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Hiring Summer Help? Give Them a Good Start

The old saying “It doesn’t matter how you start, it’s how you finish that counts”. Well in life summer helpterms that is probably true. The other side of this conversation however is, “It does matter how you start”. This is the season for short term employees, specifically “Summer Help” it’s almost a tradition. It gives students a chance to make some money to help fund their education, or that car they need to get back and forth from home to school. It also reminds them of the reasons they are in school, so that by Labor Day they go back to school with a renewed sense of purpose. At the same time we also want to send them back with all of their fingers, toes, eyes, hands and feet. So it’s imperative that when they are hired we start them off with the proper safety orientation.

As a student, in a different lifetime, I worked in a variety of jobs, which added to my life experience. I was a custodial worker, grounds keeper, grocery clerk and manager, hamburger flipper, and painter. As a custodial worker I learned the fine art of stripping sealing and waxing floors, moving and stacking chairs and desks @$1.10 per hour. To be honest learning how to use a floor machine, or swing machine as some call it, was a bit of a challenge. I didn’t have much guidance and it’s not as easy as it looks especially on a slippery floor. A broken chair and a chewed up electrical cord later I was good to go. Yes of course I learned how to clean bathrooms as well and the chemicals that went with it. Not much hazcom, or “Right to know” training there either. I took some of these skills with me when I worked in the grocery store. There were some new hazards I quickly understood for example, the proper use of a box cutter. Today I tell my own children, that, if worse comes to worse, they can identify me by the scar on my left index finger planted there by the errant use of a box cutter. My point in all of this in moving forward, is that today there are several opportunities including construction, or manufacturing, for young adults to not only add to their resume and life skills, but for employers to give them the necessary tools to learn how to manage their work safely with proper training, and to take that lesson with them wherever they go as well.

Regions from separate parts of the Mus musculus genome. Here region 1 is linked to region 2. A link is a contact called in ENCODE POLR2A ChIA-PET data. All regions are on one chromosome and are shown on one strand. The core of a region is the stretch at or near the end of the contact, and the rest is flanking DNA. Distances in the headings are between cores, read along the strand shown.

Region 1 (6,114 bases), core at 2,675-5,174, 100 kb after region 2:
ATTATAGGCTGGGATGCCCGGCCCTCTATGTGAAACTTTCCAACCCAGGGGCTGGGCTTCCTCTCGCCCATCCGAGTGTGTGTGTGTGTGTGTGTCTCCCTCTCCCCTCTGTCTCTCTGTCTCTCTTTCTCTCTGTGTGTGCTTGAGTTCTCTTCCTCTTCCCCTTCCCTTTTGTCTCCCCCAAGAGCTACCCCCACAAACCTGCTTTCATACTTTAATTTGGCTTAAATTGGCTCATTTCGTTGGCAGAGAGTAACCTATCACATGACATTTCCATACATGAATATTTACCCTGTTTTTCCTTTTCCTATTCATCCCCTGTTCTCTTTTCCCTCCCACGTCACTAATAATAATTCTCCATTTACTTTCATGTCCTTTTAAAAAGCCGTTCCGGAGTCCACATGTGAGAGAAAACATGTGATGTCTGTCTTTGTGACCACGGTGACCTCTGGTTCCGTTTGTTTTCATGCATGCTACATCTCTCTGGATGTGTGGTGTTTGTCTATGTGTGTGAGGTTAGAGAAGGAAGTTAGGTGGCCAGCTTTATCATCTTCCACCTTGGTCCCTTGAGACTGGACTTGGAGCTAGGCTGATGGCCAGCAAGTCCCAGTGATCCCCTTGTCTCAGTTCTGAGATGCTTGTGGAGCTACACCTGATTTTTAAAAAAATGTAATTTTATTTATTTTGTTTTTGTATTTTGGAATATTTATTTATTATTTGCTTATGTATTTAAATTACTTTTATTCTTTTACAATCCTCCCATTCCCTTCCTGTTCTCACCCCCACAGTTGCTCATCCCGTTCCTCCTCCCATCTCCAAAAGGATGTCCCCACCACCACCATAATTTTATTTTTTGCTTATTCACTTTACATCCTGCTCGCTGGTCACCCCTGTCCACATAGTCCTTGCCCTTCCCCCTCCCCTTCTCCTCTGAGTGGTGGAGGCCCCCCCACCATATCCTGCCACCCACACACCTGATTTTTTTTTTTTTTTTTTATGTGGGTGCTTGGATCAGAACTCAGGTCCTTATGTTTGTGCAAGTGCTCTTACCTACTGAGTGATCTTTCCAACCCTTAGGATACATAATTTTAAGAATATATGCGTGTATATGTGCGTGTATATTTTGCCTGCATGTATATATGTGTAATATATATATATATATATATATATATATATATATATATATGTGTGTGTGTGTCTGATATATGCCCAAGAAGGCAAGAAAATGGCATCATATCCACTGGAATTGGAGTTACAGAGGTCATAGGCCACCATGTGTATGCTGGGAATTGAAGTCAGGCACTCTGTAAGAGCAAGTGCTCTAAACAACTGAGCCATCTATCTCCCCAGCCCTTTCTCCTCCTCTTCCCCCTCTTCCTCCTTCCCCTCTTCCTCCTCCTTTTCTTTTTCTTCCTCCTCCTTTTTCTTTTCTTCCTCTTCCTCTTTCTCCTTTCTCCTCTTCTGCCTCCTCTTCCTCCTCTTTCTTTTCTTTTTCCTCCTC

Employers do have a responsibility according the OSHA’s general duty clause (Pub. Law 91-596 Section5(a)(1)) to provide their employees with a safe place to work as free from recognized hazards as is reasonable, and prudent. Employers must point out the hazards and train in how to recognize and avoid them during the course of the workday. This will also include the use proper PPE as well. The general duty clause covers hazardous conditions or practices not covered by an OSHA standard. There is so much more information available today than there ever was before, so give your summer help the training, and confidence they need to do the work safely and properly so you can send them back to school better than they came to you. Safety Orientation is good for everybody.

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